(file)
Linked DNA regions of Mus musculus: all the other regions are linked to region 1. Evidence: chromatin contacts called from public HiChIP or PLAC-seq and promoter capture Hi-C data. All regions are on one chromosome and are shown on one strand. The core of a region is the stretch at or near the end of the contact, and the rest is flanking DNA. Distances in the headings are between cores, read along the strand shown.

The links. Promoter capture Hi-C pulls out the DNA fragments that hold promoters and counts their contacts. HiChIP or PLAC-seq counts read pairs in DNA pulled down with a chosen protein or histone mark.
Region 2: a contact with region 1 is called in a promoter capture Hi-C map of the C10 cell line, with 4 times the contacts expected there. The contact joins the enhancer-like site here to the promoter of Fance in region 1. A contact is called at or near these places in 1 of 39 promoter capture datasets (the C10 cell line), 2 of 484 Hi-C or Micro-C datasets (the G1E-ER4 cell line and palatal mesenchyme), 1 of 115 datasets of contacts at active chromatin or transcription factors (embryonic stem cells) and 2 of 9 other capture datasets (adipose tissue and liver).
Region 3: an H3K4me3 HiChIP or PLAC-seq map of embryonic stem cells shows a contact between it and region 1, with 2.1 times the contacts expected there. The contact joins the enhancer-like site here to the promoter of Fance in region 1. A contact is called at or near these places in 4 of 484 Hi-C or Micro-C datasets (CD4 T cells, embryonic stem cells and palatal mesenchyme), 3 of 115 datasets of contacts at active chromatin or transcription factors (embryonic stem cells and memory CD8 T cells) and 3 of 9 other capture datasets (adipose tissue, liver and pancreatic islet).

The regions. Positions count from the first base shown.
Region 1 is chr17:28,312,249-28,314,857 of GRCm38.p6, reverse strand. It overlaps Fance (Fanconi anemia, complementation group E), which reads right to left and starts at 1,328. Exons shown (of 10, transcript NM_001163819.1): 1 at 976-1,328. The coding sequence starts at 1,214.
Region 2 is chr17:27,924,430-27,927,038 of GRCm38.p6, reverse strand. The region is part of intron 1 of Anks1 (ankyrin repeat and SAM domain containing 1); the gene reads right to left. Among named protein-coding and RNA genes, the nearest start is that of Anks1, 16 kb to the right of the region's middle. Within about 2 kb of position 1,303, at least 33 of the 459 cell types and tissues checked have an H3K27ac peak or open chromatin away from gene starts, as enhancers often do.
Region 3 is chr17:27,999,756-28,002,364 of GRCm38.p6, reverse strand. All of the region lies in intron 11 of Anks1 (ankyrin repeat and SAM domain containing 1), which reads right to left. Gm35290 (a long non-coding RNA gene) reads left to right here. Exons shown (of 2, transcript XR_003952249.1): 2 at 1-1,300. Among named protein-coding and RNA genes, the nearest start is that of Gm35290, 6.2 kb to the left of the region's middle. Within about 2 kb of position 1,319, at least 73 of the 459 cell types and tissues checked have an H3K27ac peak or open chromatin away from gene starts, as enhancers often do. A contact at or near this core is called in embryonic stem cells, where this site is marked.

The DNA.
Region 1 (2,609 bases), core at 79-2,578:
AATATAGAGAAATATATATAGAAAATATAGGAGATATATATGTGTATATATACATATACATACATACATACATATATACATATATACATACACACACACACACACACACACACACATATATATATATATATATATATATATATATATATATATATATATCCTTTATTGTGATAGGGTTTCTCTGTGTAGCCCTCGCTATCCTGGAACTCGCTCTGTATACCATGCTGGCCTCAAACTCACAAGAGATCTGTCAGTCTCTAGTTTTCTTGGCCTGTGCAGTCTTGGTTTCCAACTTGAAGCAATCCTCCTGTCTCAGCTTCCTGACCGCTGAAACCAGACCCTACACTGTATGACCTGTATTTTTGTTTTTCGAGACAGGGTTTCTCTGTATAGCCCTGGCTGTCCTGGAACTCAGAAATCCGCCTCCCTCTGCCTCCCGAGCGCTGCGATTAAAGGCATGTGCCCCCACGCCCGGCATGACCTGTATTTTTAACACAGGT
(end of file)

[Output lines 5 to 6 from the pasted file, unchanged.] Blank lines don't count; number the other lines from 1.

The regions. Positions count from the first base shown.
Region 1 is chr17:28,312,249-28,314,857 of GRCm38.p6, reverse strand. It overlaps Fance (Fanconi anemia, complementation group E), which reads right to left and starts at 1,328. Exons shown (of 10, transcript NM_001163819.1): 1 at 976-1,328. The coding sequence starts at 1,214.